Academic journal article China Perspectives

Public Opinion and the Death Penalty Debate in China

Academic journal article China Perspectives

Public Opinion and the Death Penalty Debate in China

Article excerpt

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A society almost unanimously in favour of the death penalty: such is the image that has become commonplace in describing China's attitude to the question. However this image is too simple not to be misleading. One must therefore question the factors that lead to this perception of a Chinese "public opinion" under a political regime that does not make possible its formation and expression in sufficiently open and transparent conditions. Here we will question opinions relating to the death penalty. One is struck by the heterogeneousness and ambiguity of the positions expressed. Does "public opinion" today play a part in the debates about the death penalty in China? In seeking to answer this question, we will proceed in three stages: First we will briefly consider the Chinese notion of "public opinion" and its ambiguity in political and social practice in the course of the twentieth century. Secondly, we will establish its status in the current debate on the death penalty. In order to do so, we will describe how legal experts are meeting for the first time with unexpected opposition on the question of "economic crimes," and we will analyse the interpretations of this phenomenon in legal circles. Finally we will again question the problematic notion of minyi in such a context, in order to ask ourselves to what extent this ambiguous reality, variously translated here by the expressions "public opinion" or "popular opinion" (without overlooking the difference between them), actively contributes to the construction of a "people's space" (minjian), which I provisionally define as an informal space that allows people to come together temporarily on their own initiative (rather than on that of the state) in order to take action or to discuss a certain common interest.

The notion, and evolution of | public opinion

From Western history since the Enlightenment, one generally retains the idea that public opinion posits a well-defined social and institutional environment. This environment has been conceptualised by Jürgen Habermas with his idea of Oeffenlichkeit, "publicity," in the sense of a "public space" that allows free and critical public debate calling for reasoned argument. This ideal-type remains a convenient reference, despite the numerous discussions in political science and political philosophy around the notion of opinion - from the well-known debate in the United States between Walter Lippman and the philosopher John Dewey(l) to the radical positions of Pierre Bourdieu(2) in France, to whom "there is no such thing as public opinion."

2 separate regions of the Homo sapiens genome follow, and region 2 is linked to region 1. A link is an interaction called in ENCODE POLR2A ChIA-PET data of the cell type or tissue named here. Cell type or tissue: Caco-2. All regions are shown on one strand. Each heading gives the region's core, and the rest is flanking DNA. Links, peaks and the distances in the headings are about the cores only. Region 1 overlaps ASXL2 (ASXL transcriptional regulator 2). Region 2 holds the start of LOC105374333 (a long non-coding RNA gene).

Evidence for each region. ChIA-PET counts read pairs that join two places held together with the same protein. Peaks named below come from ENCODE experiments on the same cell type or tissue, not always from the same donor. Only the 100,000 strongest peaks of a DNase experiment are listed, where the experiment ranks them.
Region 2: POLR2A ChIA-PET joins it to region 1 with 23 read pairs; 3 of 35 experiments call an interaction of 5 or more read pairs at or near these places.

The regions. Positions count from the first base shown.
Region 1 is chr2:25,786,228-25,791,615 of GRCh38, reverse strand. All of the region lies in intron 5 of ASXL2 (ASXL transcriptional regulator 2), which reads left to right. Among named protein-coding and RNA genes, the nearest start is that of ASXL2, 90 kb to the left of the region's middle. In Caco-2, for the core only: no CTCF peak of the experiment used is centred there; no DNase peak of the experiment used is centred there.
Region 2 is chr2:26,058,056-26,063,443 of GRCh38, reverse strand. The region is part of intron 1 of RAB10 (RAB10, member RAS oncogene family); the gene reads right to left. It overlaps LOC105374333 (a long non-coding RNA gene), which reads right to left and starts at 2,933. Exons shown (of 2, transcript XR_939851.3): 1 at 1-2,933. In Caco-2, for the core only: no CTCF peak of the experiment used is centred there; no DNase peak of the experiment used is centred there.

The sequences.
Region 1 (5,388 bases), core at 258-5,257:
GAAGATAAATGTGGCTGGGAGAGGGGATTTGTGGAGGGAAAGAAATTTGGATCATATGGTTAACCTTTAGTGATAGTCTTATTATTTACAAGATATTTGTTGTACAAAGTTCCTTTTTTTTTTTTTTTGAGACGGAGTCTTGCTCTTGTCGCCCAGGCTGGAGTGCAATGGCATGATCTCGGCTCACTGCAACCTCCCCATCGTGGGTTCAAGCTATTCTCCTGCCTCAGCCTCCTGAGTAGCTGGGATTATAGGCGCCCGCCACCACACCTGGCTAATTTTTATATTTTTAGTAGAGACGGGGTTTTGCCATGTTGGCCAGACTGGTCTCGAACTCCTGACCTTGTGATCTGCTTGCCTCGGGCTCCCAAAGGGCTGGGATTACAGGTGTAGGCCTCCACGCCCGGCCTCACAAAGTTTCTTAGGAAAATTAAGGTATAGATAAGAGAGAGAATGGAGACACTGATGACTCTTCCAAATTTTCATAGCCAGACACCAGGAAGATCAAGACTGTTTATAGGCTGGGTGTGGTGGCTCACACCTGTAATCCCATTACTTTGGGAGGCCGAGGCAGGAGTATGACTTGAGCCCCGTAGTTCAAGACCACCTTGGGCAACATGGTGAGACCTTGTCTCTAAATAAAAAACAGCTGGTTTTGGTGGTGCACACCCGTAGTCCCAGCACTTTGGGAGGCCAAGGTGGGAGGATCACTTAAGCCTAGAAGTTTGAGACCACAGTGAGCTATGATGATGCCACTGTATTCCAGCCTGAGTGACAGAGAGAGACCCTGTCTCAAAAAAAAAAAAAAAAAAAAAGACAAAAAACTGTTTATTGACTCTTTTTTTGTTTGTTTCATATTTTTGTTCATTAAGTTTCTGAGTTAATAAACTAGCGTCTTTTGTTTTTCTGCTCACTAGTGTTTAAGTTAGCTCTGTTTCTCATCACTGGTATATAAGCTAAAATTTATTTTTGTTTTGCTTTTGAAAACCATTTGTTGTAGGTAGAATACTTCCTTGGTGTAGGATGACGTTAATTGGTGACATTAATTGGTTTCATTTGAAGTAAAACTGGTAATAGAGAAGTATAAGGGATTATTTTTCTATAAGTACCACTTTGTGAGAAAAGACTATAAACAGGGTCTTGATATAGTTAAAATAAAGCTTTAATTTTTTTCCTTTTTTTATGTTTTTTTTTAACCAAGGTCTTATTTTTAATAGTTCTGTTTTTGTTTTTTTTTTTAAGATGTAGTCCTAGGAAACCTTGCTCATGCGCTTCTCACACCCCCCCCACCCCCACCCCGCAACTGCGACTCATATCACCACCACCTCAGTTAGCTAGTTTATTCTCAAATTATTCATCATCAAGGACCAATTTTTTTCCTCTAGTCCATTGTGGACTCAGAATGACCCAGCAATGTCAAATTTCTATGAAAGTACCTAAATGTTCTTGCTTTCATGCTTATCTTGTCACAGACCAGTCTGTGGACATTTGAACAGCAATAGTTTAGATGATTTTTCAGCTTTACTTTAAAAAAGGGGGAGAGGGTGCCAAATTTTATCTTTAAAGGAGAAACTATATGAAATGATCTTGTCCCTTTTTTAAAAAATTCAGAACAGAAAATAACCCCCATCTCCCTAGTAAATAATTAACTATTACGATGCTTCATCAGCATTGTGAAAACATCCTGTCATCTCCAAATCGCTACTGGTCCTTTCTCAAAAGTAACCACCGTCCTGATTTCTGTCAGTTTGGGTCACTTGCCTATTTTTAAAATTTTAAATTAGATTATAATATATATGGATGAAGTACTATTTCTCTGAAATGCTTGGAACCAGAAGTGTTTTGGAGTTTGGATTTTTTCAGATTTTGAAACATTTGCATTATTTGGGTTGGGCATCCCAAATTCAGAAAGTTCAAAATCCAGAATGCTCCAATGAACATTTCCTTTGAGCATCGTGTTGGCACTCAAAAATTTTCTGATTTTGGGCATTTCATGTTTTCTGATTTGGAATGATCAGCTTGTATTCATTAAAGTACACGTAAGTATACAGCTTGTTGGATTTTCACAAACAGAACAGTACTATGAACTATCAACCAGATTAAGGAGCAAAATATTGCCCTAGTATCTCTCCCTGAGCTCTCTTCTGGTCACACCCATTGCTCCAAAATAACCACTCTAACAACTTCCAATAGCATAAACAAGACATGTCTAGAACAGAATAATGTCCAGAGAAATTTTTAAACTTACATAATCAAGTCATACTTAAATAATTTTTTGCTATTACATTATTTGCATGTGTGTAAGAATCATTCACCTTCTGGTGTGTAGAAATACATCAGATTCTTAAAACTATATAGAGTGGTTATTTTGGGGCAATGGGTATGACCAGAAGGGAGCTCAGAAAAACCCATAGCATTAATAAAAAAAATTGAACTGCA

The concept of "public opinion" was introduced in China from the West at the end of the nineteenth century. Before then, one finds the Chinese idea of yanlu, which conventionally designates the "channels through which criticisms and suggestions can be transmitted to the authorities." Use of this word goes back to the Han dynasty,(3) designating the paths and institutions(4) through which the sovereign received criticism and advice. These practices and institutions were essentially centred around the person of the sovereign: they were aimed at the behaviour and policy of the sovereign only for his own benefit, so that he might correct his imperfections or his mistakes. One can consider that this imperial legacy finds a kind of continuation in contemporary China, even if it is in parallel with the gradual constitution of a public opinion in the modern, Western sense of the term. Thus an echo of this ancient practice can be found in Mao Zedong's decision, as soon as the People's Republic was founded, to establish, in what were of course very new conditions, a system for receiving "letters and visits" (xinfang), aimed at acquiring a better knowledge of the opinions of the people. The new elites, who do not question the legitimacy of the government, sometimes resort to this ancient notion in order to transmit their criticisms in an acceptable form. …

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